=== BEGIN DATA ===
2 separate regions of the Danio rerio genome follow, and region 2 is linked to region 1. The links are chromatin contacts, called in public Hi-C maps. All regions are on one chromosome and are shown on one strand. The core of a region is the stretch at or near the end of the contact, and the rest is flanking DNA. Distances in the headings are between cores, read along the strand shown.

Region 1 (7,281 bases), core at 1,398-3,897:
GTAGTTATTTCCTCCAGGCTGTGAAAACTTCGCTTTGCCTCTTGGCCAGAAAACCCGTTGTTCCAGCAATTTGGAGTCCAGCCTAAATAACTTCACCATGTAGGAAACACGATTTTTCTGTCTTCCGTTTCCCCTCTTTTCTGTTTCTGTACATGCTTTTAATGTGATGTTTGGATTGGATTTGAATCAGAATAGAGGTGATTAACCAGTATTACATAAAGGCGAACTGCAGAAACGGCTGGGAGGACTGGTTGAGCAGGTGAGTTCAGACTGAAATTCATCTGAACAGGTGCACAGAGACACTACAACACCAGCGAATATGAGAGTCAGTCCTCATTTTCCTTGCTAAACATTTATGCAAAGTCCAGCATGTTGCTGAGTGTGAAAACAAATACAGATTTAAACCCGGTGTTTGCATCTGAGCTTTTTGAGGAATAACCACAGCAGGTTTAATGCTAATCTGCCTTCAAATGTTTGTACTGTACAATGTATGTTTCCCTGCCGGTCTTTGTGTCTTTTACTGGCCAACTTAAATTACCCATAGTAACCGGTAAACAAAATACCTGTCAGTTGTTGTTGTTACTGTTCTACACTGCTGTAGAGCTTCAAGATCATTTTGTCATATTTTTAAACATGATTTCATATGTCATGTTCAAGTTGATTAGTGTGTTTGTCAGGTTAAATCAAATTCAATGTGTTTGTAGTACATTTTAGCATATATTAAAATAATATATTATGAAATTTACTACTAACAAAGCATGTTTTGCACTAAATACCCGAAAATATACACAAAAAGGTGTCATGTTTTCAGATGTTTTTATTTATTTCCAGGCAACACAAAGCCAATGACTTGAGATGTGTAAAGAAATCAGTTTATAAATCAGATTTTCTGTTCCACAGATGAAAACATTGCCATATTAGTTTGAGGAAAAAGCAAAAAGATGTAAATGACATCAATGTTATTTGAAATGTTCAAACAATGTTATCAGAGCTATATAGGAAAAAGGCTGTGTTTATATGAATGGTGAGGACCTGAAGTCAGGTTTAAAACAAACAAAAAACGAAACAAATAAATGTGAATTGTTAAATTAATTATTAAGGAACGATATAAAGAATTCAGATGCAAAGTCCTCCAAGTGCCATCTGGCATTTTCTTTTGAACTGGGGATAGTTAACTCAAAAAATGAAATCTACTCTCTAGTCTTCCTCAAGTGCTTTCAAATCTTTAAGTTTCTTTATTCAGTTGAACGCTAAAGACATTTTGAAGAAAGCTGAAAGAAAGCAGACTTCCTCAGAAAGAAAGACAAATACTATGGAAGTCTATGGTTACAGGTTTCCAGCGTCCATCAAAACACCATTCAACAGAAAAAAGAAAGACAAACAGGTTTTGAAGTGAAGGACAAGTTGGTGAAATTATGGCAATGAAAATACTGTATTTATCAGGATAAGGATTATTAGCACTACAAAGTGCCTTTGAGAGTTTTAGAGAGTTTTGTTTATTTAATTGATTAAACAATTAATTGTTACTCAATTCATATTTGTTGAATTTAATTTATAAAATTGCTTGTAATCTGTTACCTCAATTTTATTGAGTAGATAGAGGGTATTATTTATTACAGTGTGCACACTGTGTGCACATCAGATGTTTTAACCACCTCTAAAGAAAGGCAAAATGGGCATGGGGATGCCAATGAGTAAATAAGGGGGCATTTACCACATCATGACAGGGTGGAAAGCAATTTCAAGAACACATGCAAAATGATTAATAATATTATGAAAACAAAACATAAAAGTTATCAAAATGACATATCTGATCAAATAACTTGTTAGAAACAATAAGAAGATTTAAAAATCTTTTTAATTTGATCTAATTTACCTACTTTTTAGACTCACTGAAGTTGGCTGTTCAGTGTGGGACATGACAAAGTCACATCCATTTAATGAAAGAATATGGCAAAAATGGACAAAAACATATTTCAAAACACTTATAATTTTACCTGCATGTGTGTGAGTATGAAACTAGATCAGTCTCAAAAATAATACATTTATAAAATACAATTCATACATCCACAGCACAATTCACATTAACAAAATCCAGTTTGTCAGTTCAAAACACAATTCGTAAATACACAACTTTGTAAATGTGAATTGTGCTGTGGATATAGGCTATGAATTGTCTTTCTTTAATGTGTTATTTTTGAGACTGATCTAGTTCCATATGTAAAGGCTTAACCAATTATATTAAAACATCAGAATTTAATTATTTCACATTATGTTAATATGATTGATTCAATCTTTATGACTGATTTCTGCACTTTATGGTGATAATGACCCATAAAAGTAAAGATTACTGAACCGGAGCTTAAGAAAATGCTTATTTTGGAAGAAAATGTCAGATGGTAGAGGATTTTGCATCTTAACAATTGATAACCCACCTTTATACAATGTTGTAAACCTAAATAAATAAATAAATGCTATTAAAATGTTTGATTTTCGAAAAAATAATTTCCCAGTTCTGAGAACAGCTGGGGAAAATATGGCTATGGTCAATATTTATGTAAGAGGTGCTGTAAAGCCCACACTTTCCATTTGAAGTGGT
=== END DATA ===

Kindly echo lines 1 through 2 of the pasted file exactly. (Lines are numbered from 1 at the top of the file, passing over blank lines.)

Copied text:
2 separate regions of the Danio rerio genome follow, and region 2 is linked to region 1. The links are chromatin contacts, called in public Hi-C maps. All regions are on one chromosome and are shown on one strand. The core of a region is the stretch at or near the end of the contact, and the rest is flanking DNA. Distances in the headings are between cores, read along the strand shown.

Region 1 (7,281 bases), core at 1,398-3,897: